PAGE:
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Dipolar quantum solids emerging in a Hubbard quantum simulator

Abstract

In quantum mechanical many-body systems, long-range and anisotropic interactions promote rich spatial structure and can lead to quantum frustration, giving rise to a wealth of complex, strongly correlated quantum phases1. Long-range interactions play an important role in nature; however, quantum simulations of lattice systems have largely not been able to realize such interactions. A wide range of efforts are underway to explore long-range interacting lattice systems using polar molecules2,3,4,5, Rydberg atoms2,6,7,8, optical cavities9,10,11 or magnetic atoms12,13,14,15. Here we realize novel quantum phases in a strongly correlated lattice system with long-range dipolar interactions using ultracold magnetic erbium atoms. As we tune the dipolar interaction to be the dominant energy scale in our system, we observe quantum phase transitions from a superfluid into dipolar quantum solids, which we directly detect using quantum gas microscopy with accordion lattices. Controlling the interaction anisotropy by orienting the dipoles enables us to realize a variety of stripe-ordered states. Furthermore, by transitioning non-adiabatically through the strongly correlated regime, we observe the emergence of a range of metastable stripe-ordered states. This work demonstrates that novel strongly correlated quantum phases can be realized using long-range dipolar interactions in optical lattices, opening the door to quantum simulations of a wide range of lattice models with long-range and anisotropic interactions.

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Fig. 1: Experimental set-up.
Fig. 2: Dipolar quantum solids.
Fig. 3: Solids and global phase separation with spatial anisotropy.
Fig. 4: Out-of-equilibrium dynamics.

Data availability

The data that support the findings of this study are available from the corresponding authors on reasonable request.

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Acknowledgements

We wish to acknowledge V. Kaxiras, A. Kale, M. Xu, M. Sohmen, M. Mark and Y. Bao for help on building the experiment. We wish to acknowledge R. Sahay, B. Capogrosso-Sansone, E.-A. Kim, L. Homeier, A. Bohrdt, F. Grusdt, M. Lebrat, T. Esslinger, M. Kebric, S. Sachdev and C. A. R. Sa de Melo for helpful discussions. We are supported by the US Department of Energy Quantum Systems Accelerator (grant no. DE-AC02-05CH11231), the National Science Foundation (NSF) Center for Ultracold Atoms (grant no. PHY-1734011), the Army Research Office Defense University Research Instrumentation Program (W911NF2010104), the Office of Naval Research Vannevar Bush Faculty Fellowship (N00014-18-1-2863) and the Defense Advanced Research Projects Agency Optimization with Noisy Intermediate-Scale Quantum devices (W911NF-20-1-0021). A.D. acknowledges support from the NSF Graduate Research Fellowship Program (grant no. DGE2140743). The computations in this paper were run on the FASRC Cannon cluster supported by the FAS Division of Science Research Computing Group at Harvard University.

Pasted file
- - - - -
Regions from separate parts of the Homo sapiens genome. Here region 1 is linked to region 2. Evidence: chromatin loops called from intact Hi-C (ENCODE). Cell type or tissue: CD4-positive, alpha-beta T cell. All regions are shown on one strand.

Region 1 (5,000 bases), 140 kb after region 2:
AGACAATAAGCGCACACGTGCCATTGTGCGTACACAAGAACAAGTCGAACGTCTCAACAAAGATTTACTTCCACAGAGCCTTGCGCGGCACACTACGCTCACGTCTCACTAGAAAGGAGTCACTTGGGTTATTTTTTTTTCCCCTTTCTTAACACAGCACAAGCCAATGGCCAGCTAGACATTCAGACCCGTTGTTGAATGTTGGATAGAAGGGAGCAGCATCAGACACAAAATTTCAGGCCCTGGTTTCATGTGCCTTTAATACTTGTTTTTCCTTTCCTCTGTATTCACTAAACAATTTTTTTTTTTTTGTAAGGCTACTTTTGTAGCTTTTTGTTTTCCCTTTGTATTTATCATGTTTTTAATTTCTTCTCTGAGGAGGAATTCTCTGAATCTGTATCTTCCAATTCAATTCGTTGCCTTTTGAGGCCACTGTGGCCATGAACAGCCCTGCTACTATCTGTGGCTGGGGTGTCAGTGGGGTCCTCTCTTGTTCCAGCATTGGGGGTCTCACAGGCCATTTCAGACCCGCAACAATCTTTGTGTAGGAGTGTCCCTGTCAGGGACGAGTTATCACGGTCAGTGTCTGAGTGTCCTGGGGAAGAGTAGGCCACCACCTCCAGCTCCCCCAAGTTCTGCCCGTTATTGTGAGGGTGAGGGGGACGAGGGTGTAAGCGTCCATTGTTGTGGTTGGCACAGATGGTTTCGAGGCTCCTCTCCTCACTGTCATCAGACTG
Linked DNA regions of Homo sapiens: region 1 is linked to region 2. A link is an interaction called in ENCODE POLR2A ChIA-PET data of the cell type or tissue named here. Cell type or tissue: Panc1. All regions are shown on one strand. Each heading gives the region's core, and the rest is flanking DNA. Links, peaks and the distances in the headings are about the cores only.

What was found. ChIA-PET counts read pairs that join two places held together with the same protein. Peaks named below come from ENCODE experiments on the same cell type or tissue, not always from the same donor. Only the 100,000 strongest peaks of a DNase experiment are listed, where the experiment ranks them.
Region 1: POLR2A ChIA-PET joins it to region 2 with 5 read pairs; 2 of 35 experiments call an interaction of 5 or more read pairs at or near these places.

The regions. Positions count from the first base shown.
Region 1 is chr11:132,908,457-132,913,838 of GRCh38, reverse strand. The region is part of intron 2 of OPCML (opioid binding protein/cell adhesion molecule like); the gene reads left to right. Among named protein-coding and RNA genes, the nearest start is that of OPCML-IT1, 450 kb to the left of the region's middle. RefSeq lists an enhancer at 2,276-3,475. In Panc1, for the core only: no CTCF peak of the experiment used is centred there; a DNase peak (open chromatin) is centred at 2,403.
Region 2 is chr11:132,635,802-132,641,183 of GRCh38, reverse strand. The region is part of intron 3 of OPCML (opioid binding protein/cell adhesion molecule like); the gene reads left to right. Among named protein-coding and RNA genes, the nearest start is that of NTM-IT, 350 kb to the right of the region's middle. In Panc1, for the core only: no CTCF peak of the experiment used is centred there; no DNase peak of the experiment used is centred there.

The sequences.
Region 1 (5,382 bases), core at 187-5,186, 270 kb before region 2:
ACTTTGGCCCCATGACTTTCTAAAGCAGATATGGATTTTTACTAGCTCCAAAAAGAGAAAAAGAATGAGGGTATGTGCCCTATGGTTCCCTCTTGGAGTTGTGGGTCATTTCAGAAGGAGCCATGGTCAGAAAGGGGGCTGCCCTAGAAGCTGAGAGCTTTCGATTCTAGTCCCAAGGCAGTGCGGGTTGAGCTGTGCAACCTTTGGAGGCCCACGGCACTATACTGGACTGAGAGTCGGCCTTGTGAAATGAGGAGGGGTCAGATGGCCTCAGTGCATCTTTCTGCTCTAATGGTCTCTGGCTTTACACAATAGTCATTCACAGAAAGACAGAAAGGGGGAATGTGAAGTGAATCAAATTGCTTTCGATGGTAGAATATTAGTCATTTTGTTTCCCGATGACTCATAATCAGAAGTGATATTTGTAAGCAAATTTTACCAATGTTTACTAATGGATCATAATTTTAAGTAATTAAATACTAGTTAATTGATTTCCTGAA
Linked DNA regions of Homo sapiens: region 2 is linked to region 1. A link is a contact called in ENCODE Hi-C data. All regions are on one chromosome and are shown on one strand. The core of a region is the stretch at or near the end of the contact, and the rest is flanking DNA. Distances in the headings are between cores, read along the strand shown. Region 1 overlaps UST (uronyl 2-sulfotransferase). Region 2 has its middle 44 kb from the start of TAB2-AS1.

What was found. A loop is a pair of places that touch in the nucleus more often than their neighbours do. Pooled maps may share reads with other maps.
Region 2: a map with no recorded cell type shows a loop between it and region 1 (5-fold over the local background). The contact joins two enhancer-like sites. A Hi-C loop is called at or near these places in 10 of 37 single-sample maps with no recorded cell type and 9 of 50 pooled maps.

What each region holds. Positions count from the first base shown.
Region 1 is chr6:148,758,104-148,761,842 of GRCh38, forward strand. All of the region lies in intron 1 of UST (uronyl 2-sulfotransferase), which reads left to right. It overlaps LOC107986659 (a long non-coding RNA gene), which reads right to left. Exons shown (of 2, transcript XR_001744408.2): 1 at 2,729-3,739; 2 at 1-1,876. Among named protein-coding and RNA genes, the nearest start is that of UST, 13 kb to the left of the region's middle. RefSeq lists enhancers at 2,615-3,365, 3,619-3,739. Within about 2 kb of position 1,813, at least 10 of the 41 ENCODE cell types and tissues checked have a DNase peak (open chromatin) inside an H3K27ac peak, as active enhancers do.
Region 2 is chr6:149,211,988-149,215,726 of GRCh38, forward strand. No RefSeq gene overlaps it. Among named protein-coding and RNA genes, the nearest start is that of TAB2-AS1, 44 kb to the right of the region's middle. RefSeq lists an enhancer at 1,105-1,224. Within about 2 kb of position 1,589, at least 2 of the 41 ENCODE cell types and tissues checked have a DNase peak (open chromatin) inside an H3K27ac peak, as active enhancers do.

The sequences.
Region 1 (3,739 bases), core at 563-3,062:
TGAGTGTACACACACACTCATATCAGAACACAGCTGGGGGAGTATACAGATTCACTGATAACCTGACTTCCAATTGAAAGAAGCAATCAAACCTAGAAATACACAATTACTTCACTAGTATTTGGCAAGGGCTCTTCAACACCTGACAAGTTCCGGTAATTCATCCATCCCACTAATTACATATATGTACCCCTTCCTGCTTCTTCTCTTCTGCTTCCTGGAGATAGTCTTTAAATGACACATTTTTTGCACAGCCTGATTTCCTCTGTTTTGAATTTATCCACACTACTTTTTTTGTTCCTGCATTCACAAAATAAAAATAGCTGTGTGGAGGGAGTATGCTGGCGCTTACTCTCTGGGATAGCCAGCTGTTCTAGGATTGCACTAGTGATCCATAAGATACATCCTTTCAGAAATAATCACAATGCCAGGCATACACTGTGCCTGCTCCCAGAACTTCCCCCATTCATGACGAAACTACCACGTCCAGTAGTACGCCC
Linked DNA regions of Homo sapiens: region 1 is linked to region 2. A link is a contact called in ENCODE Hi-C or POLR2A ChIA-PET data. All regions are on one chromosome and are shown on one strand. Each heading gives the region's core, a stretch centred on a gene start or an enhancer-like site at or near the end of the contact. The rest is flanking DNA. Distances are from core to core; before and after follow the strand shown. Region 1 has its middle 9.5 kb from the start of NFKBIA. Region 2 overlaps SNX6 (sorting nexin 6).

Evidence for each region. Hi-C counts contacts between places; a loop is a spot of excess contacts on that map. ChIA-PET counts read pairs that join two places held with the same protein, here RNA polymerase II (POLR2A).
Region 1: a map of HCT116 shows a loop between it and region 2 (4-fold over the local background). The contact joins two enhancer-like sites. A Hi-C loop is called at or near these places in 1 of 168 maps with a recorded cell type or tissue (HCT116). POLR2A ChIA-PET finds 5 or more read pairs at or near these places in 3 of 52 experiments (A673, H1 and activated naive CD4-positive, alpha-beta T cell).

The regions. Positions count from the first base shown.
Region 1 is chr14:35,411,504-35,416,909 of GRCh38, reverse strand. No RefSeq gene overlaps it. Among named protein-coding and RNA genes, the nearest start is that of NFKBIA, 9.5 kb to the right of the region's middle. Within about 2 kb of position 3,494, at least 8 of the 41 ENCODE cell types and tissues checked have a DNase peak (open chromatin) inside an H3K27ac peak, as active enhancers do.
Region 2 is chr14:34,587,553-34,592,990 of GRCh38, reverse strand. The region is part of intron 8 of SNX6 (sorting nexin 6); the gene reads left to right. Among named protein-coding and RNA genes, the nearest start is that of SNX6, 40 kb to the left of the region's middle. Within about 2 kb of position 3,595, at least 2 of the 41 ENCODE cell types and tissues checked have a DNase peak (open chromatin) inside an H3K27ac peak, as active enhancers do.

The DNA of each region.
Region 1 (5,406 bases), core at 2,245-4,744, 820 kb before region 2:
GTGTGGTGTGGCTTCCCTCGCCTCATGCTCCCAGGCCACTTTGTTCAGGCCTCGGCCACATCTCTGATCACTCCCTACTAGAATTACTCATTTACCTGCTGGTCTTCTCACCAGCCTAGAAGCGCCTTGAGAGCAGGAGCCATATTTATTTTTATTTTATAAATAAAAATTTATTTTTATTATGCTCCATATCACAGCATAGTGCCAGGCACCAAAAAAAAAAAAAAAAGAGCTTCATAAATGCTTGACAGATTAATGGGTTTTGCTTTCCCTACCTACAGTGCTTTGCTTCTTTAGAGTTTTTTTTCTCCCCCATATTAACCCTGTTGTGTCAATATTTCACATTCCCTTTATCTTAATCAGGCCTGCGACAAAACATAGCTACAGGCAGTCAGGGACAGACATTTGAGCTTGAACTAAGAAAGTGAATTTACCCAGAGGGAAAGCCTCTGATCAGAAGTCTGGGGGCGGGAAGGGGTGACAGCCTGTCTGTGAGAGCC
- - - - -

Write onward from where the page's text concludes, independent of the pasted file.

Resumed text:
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Contributions

L.S., A.D., M.S., R.G., S.F.O., A.K., A.H.H., G.A.P., S.E., S.D. and O.M. contributed to building the experiment set-up. L.S., A.D., M.S. and O.M. performed the measurements and analysed the data. A.D. performed the theoretical analysis. M.G. conceived the experiment in collaboration with F.F. M.G. supervised all works. All authors discussed the results. L.S., A.D., M.S., R.G., S.F.O., F.F., O.M. and M.G. contributed to the manuscript.

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Correspondence to Lin Su or Markus Greiner.

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M.G. is a cofounder and shareholder of QuEra Computing. All other authors declare no competing interests.

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Extended data figures and tables

Extended Data Fig. 1 Adiabaticity of the lattice ramp.

We probe the adiabaticity of the lattice ramp by varying the duration as we follow the solid and dashed arrow to return to the star position at 7 ER in Fig. 1d. When the ramp duration is very short at 1 ms (a), we see sharp coherence peaks in the time-of-flight image. As we slow down the ramp to a duration of 9 ms (b), the coherence peaks in the time-of-flight image are the least resolved. Further increasing the ramp duration up to 438 ms (c), we observe well-resolved coherence peaks again. The peaks are less sharp compared to those in a, possibly due to the decoherence and atom loss during the ramps, which in total takes almost 900 ms. These averaged images demonstrate that, with the ramp duration on the order of 100 ms in this paper, the system is in the adiabatic regime.

Extended Data Fig. 2 Histogram for digitization of occupation number.

We perform high-fidelity site-resolved imaging after expanding the 2D accordion lattice to 3 μm spacing. a, half-filling histogram. The fidelity to distinguish between 0 and 1 filling per site after expanding the 2D accordion lattice is more than 99%. b, unity-filling histogram. The efficiency of transferring atoms to the 2D accordion lattice and expanding is more than 98%.

Extended Data Fig. 3 Stripe overlap in a 2 by 6 box.

We demonstrate the bimodal distribution of the macrostate that is temporally uncorrelated. a, histogram of the overlap of the stripe order with the single shot data (blue) and simulation of the infinite temperature state (orange). b, Auto-correlation of the stripe overlap data.

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Su, L., Douglas, A., Szurek, M. et al. Dipolar quantum solids emerging in a Hubbard quantum simulator. Nature 622, 724–729 (2023). https://doi.org/10.1038/s41586-023-06614-3

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